Espacebus.ca allows Web-users to plan travel to destinations throughout Quebec. Whether their search concerns group travel, intercity transport, paratransit or rural transport, espacebus.ca provides access to a full range of information about schedules, depots, routes, terms of use, fares and Quebec tourism packages.


    Espacebus.ca is the outgrowth of a partnership between the Association des propriétaires d'autobus du Québec and the provincial transport and tourism ministries. "We are very proud of this portal, which we hope will help to increase the customer base for public transportation and contribute to government efforts to reduce fuel use and greenhouse gas emissions," noted Mr. Romain Girard, vice-president of APAQ.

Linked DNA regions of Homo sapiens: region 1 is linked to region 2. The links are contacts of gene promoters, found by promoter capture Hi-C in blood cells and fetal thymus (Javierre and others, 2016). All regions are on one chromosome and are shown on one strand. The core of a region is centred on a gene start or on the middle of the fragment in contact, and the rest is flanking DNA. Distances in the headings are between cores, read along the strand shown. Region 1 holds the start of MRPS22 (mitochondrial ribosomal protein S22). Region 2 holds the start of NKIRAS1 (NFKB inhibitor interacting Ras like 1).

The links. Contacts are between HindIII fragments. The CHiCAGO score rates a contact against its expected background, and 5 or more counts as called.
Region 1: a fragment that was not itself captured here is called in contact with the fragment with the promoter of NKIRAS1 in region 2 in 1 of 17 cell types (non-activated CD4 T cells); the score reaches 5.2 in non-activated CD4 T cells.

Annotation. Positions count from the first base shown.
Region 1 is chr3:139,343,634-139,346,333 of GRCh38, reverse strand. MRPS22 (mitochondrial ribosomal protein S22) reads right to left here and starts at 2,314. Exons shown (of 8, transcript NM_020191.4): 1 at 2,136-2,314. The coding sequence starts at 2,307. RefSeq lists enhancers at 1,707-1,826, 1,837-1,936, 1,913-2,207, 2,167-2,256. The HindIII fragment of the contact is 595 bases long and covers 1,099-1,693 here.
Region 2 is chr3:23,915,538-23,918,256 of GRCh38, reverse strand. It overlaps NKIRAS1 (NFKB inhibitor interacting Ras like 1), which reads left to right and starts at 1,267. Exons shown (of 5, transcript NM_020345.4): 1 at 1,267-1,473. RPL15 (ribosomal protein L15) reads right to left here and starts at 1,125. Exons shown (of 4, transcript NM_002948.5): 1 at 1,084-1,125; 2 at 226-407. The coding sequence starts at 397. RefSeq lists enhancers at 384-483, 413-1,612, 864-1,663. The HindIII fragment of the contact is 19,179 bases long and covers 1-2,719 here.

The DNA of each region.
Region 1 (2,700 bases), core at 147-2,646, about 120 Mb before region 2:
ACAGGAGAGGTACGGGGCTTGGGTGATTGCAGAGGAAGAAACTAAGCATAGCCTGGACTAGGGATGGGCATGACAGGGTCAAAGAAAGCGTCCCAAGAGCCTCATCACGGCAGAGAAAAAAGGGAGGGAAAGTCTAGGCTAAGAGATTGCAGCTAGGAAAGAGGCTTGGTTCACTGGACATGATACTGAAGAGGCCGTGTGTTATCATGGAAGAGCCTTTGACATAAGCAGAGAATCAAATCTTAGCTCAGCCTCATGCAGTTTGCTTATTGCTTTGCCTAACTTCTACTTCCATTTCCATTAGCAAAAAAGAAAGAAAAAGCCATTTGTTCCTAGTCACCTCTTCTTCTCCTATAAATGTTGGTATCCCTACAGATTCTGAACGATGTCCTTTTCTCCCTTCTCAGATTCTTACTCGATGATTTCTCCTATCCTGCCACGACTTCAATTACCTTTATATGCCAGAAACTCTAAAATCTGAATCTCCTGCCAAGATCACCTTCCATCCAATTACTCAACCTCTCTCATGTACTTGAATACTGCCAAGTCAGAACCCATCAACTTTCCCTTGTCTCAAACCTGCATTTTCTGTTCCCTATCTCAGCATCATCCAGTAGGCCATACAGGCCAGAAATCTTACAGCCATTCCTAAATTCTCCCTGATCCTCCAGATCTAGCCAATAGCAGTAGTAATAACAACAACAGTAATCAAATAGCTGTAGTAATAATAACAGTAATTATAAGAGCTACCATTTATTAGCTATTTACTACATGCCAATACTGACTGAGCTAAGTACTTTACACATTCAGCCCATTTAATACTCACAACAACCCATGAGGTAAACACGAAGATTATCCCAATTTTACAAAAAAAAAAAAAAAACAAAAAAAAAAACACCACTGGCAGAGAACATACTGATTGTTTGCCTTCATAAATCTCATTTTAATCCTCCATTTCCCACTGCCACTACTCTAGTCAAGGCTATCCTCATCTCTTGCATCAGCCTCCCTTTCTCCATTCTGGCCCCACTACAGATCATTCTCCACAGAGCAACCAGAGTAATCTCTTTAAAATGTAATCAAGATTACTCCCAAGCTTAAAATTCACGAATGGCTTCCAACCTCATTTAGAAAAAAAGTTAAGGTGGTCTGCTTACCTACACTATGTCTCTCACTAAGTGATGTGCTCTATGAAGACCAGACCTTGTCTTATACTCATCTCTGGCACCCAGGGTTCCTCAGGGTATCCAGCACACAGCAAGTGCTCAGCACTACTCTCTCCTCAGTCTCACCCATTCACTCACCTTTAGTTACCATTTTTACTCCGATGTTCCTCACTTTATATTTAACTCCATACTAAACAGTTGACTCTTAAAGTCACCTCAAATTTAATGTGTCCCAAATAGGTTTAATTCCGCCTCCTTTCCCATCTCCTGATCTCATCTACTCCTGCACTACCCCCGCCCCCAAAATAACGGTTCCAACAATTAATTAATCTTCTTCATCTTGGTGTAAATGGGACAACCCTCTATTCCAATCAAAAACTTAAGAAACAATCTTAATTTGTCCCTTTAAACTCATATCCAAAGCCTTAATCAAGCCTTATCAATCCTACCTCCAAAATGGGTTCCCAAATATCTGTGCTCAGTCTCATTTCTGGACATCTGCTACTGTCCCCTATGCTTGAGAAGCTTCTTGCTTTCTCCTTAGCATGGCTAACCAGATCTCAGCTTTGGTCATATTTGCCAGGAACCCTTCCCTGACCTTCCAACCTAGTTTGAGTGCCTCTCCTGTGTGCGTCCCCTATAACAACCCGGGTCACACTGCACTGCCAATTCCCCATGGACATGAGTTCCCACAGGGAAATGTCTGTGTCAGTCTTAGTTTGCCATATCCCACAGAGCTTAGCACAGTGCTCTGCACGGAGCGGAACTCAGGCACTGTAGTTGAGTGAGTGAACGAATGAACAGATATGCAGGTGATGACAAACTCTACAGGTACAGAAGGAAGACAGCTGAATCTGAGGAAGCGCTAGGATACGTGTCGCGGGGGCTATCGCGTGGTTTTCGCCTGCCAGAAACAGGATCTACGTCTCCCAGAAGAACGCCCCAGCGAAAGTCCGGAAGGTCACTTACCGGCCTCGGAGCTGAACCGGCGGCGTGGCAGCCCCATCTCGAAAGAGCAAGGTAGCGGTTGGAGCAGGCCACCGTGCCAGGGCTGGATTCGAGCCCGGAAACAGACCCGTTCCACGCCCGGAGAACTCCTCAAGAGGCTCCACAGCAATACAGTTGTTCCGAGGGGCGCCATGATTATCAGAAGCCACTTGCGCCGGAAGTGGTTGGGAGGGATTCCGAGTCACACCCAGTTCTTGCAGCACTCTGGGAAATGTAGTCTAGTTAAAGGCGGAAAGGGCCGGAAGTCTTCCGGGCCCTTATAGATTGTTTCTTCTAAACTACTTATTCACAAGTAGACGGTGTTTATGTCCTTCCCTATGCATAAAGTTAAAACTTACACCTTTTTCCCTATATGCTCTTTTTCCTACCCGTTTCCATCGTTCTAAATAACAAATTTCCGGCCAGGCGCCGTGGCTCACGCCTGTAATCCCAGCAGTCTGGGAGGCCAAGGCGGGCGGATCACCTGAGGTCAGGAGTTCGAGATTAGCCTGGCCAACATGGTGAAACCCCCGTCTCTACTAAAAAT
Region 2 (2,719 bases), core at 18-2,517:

It was pretty much what the original poster was looking for. A website that included all forms of transportation, including private intercity buses. Unfortunately, it seems the site is no longer around.

    Included was this map of intercity carriers:

    [​IMG]
     
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  7. ssiguy2

    ssiguy2 Senior Member

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    The lack of bus connections is what also hurts VIA ridership.

    As a glaring example, there is no bus service between London & St.Thomas even though downtown to downtown is about 15km and London and St.Thomas actually border each other. The only way to get to downtown London {and the VIA rail station} is a $50 cab ride.